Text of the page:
4. Use separate effects for separate concerns: If you have multiple side effects in a component, it's best to separate them into different useEffect hooks. This makes your code more modular and easier to understand.

    5. Avoid side effects in the render method: Side effects should not be performed inside the render method, as it can cause issues with rendering and can lead to infinite loops.

    6. Keep the effect simple: It's a good practice to keep your effects as simple as possible. If your effect is too complex, it can make your code harder to understand and maintain.

    7. Use useEffect only when necessary: If you're just updating the state based on a prop change, it's better to use a useState hook instead of useEffect.

Remember, the goal of useEffect is to manage side effects in your React components. By following these tips and best practices, you can write clean and efficient code that works seamlessly with React's rendering system.

Gotchas

Some potential "gotchas" to be aware of when using useEffect:

  1. Dependency arrays: The second argument of useEffect is a dependency array, which specifies what state or props the effect depends on. It's important to ensure that you include all relevant dependencies in this array, as omitting dependencies can lead to bugs and unexpected behavior.

  2. Multiple effects: You can have multiple useEffect calls in a single component, but be careful to ensure that they don't conflict with each other or have overlapping dependencies.

  3. Asynchronous code: If you're using useEffect to manage asynchronous code, be sure to handle any errors and make sure that the effect cleans up after itself.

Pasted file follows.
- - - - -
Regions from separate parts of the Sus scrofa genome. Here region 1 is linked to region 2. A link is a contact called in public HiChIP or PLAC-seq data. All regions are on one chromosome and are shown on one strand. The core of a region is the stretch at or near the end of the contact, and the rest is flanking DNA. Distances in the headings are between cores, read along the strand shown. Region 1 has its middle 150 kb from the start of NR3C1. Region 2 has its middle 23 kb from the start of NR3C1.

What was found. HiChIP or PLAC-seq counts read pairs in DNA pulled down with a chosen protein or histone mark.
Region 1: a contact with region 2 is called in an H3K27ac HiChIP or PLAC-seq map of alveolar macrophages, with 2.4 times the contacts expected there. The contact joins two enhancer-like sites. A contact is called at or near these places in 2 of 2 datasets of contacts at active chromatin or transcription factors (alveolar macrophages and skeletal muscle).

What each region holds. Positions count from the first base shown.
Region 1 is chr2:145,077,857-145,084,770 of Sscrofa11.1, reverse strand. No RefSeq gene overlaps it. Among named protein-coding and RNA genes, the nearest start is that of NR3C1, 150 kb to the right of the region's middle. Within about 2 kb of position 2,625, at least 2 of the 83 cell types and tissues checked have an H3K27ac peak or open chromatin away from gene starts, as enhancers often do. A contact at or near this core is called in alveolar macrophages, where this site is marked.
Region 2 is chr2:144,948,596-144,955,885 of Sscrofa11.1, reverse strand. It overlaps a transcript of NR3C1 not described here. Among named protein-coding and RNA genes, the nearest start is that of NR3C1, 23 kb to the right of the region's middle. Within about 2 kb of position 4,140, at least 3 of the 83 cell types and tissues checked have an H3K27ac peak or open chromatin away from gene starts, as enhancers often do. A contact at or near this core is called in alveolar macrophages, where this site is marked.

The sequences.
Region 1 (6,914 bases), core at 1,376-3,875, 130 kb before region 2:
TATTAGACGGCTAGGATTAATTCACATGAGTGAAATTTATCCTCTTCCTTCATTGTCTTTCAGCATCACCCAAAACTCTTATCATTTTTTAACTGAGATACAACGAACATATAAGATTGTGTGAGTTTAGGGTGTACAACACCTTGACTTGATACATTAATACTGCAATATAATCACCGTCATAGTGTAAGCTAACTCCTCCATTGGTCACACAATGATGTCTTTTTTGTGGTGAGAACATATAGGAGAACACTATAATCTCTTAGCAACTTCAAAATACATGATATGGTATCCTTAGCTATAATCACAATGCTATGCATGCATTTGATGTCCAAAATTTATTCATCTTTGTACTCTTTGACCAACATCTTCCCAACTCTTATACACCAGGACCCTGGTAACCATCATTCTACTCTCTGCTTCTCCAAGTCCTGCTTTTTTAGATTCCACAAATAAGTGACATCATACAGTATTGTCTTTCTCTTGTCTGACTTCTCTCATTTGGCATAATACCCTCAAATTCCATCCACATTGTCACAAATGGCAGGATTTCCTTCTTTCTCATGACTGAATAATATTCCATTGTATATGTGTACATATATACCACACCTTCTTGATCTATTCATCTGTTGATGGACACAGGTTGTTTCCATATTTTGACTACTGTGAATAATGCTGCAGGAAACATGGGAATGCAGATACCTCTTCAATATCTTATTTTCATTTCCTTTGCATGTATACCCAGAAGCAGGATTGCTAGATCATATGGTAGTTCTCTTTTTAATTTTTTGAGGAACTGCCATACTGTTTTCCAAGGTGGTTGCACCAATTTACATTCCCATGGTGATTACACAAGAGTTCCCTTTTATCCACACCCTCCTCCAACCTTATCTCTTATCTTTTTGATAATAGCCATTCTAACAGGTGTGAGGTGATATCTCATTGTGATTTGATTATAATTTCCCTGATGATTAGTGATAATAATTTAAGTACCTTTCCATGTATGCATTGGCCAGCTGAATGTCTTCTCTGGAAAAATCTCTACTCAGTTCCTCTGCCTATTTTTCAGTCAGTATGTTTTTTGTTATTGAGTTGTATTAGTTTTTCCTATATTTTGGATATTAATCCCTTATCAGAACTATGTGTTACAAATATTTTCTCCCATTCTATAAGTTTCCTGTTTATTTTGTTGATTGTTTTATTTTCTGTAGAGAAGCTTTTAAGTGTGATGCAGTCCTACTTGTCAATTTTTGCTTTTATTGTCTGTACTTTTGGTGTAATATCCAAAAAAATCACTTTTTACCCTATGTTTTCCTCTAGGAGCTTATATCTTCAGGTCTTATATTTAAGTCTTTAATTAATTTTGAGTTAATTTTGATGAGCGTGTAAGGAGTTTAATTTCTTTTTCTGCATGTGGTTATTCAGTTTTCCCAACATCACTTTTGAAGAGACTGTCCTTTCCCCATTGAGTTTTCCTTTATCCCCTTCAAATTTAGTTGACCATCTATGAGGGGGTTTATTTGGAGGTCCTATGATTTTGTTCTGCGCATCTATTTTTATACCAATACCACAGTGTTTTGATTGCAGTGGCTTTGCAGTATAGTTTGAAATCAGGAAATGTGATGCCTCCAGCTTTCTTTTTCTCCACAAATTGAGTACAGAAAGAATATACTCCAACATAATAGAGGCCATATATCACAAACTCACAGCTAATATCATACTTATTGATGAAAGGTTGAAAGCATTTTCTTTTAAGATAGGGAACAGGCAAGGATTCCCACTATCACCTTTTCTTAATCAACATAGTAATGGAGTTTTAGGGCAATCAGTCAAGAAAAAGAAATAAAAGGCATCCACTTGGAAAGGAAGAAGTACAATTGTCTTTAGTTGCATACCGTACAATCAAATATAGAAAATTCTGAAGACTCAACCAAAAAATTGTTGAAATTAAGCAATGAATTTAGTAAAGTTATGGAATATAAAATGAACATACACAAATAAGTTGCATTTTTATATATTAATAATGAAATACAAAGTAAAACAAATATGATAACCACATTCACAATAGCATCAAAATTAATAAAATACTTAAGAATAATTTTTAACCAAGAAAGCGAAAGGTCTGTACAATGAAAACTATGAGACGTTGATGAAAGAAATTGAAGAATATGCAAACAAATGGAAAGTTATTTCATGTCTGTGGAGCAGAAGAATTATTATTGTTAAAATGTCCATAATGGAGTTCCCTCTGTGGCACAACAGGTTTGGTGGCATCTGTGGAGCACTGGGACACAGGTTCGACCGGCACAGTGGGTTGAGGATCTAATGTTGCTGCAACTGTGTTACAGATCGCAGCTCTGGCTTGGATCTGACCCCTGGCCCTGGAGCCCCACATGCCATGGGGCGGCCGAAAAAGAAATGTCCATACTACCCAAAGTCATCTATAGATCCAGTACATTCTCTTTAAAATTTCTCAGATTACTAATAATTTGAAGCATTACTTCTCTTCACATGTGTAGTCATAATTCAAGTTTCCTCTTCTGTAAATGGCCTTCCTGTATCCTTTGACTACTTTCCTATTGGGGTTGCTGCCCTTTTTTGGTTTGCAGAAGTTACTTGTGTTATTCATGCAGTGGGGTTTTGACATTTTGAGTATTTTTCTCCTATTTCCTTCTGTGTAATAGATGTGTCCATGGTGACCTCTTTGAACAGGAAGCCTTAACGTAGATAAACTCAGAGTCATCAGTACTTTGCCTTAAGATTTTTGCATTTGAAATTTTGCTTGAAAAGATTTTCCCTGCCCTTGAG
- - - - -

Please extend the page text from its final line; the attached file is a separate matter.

4. Performance: Keep in mind that useEffect can be a performance-intensive operation, especially if you're using it to update state frequently. If you're experiencing performance issues, consider optimizing your code or using other hooks like useCallback and useMemo to improve performance.

  5. Avoiding infinite loops: If your useEffect updates state in a way that triggers the effect again, you can end up with an infinite loop. To avoid this, be careful to specify the right dependencies in the dependency array and use conditional logic where necessary.

By being aware of these potential pitfalls, you can use useEffect effectively and avoid common issues that can arise when working with side effects in React.

Conclusion

In conclusion, the useEffect hook is a powerful tool that can help manage side effects in React. By allowing you to handle component lifecycle events and perform tasks after rendering, it can help keep your code organized and efficient. However, it's important to keep in mind best practices and potential gotchas to avoid common mistakes and bugs. By using useEffect effectively, you can create more robust and reliable React applications.

Did you find this article valuable?

Support Animesh Sharma by becoming a sponsor. Any amount is appreciated!